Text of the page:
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Spellbinding Life of Pi returns by popular demand

Be quick to catch theatrical phenomenon at The Lowry this week

Outstanding, stunning, superb, breath-taking, visually spectacular. Just a few of the superlatives used to describe the West End ‘theatrical phenomenon’ that is Life of Pi.

Now on tour and back at The Lowry in Salford for this week only, every description is absolutely spot on, and yet somehow none seem to do this remarkable work of theatrical story-telling justice. Pi is all of the above and yet truly so much more.

The only way to really understand it is to experience this totally immersive theatrical treat for yourself.

Yes, the acting is just incredible, each character playing and relaying the adventure with the life and death urgency and energy it deserves.

Yes, the special effects, including light, sound plus slick and clever scene and set changes are simply astonishing. This really is a ‘visual feast’ of colour to behold. There is sensational choreography too.

But topping it all of course are those animal puppets, their world-class and world-leading puppetry masters injecting another level of magic, as the whole combines and seamlessly intertwines to create an absolute wonder.

Little wonder too that Life of Pi is a winner of virtually every major play award, including five Oliviers.

Lolita Chakrabarti’s theatrical adaption of Yann Martel’s book, which won the Man Booker Prize back in 2002 and has sold over 15 million copies worldwide, is a startling undertaking in itself, depicting the epic journey of endurance and hope. You may also have seen the film!

Pi is stranded on a lifeboat with four other survivors from his family’s zoo, a hyena, a zebra, an orangutan, and a Royal Bengal tiger. Time is against them, nature is harsh, who will survive? The special effects at sea are simply amazing.

Be warned though, this journey can be brutal. This is about the toughest of choices in life and death circumstances and the scars it can leave, and some scenes are so emotional the production is not recommended for under 12s.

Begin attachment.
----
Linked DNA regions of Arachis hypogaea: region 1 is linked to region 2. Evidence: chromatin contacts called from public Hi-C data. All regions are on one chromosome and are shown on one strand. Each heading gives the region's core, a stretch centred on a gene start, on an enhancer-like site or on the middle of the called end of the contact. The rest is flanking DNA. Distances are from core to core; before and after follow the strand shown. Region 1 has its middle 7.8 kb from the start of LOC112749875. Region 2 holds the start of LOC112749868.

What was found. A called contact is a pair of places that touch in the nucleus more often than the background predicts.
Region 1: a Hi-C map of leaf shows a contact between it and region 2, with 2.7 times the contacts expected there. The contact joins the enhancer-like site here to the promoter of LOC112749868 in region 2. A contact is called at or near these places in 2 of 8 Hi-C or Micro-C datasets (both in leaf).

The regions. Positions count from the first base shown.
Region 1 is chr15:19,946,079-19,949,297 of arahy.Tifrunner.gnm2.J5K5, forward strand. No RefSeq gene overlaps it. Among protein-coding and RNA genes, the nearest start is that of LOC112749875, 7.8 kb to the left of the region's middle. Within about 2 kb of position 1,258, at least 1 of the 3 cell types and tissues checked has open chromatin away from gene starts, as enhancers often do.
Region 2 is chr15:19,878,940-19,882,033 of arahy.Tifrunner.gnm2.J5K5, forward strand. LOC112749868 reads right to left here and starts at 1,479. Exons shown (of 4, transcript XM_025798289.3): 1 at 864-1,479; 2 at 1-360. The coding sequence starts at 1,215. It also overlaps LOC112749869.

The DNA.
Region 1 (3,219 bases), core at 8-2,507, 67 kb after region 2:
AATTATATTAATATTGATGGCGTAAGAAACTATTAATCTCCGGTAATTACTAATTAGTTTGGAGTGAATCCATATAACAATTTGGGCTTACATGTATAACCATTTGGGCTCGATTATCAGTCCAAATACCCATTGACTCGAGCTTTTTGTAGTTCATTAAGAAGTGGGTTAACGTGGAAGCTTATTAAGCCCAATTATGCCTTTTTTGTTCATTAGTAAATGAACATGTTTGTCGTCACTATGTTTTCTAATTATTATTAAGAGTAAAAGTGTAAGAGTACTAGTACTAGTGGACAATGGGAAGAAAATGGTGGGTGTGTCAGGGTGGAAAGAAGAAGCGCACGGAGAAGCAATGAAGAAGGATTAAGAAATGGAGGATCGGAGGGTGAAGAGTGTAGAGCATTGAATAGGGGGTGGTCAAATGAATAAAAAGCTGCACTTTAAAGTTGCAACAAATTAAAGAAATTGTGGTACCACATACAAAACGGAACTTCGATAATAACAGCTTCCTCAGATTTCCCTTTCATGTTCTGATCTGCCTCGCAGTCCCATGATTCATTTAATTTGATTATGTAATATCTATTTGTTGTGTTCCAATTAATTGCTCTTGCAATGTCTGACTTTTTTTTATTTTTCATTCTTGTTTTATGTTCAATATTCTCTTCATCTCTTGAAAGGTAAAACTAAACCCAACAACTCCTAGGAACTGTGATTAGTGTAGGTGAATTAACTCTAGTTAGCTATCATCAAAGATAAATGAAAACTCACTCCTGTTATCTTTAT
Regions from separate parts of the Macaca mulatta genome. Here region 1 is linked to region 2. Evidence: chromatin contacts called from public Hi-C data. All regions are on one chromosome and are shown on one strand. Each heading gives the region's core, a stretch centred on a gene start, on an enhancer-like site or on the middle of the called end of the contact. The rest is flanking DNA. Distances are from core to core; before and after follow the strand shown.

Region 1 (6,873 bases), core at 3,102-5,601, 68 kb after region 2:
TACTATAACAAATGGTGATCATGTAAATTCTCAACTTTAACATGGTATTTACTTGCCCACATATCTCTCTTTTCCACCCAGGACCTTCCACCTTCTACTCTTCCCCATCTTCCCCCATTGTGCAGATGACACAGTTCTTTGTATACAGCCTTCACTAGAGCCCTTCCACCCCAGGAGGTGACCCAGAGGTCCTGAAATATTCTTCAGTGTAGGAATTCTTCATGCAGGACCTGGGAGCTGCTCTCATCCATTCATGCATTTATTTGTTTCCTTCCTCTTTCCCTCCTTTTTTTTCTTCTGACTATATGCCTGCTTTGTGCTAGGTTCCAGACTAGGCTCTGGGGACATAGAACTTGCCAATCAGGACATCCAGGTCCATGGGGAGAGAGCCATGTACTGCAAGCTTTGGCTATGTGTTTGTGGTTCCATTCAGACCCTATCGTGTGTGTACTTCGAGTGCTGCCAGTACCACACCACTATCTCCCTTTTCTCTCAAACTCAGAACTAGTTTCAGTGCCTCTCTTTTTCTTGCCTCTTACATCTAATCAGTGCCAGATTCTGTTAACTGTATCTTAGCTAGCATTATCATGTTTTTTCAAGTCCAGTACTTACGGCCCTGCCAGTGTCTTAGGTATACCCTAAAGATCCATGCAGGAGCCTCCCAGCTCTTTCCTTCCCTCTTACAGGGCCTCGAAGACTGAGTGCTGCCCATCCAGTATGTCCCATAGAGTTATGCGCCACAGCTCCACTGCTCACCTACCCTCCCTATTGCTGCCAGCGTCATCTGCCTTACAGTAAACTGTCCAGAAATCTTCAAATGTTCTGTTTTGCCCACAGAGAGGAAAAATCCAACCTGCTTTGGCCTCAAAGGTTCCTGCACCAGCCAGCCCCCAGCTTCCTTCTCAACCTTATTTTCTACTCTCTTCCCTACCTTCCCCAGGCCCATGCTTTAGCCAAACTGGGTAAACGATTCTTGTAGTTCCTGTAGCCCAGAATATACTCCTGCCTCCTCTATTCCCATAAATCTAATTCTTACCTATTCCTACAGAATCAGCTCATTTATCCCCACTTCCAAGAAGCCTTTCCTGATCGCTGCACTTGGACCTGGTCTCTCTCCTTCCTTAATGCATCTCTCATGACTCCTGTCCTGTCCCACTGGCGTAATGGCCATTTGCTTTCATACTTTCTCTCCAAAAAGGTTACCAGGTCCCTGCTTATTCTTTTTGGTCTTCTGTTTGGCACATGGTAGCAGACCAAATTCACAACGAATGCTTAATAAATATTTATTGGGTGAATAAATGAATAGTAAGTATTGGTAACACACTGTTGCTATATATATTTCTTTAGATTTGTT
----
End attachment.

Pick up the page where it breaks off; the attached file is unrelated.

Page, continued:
Yet within the brutality that is life for us all, animal or human, there is an inner beauty and depth that ultimately reaches out and shines through it all, whether you are religious or not.

Life of Pi first opened to critical acclaim at the Crucible theatre in Sheffield in 2019. International commitments for the show include its North American Premiere at the American Repertory Theater at Harvard University, followed by its Broadway premiere at the Gerald Schoenfeld Theater where it opened in March this year.

A European tour will follow the UK and Ireland tour and there are plans as well for a tour of Australia and Asia.

Life of Pi won five Olivier Awards in April 2022. As well as Best New Play, and Best Actor for Hiran Abeysekera (the original Pi); in an historic first for the Olivier Awards - the seven performers who puppeteer the Bengal Tiger 'Richard Parker' were collectively awarded Best Actor in a Supporting Role. The production also picked up awards for set and lighting design.

Opening to celebratory reviews on Broadway the production has added Tony Awards to its list of plaudits for Best Scenic Design, Best Lighting Design and Best Sound Design.

Divesh Subasjaran plays Pi in the UK Tour version. Having trained at RADA & Royal Central School of Speech and Drama, this marks his first professional debut. And wow - what a debut.

But each and every one of the cast (and the puppets) deserved every moment of the standing ovation they received at last night’s performance.

If you haven’t been lucky enough to see Life of Pi on stage yet, be quick to book at The Lowry with showings all this week until Saturday.

Review by Nigel Skinner

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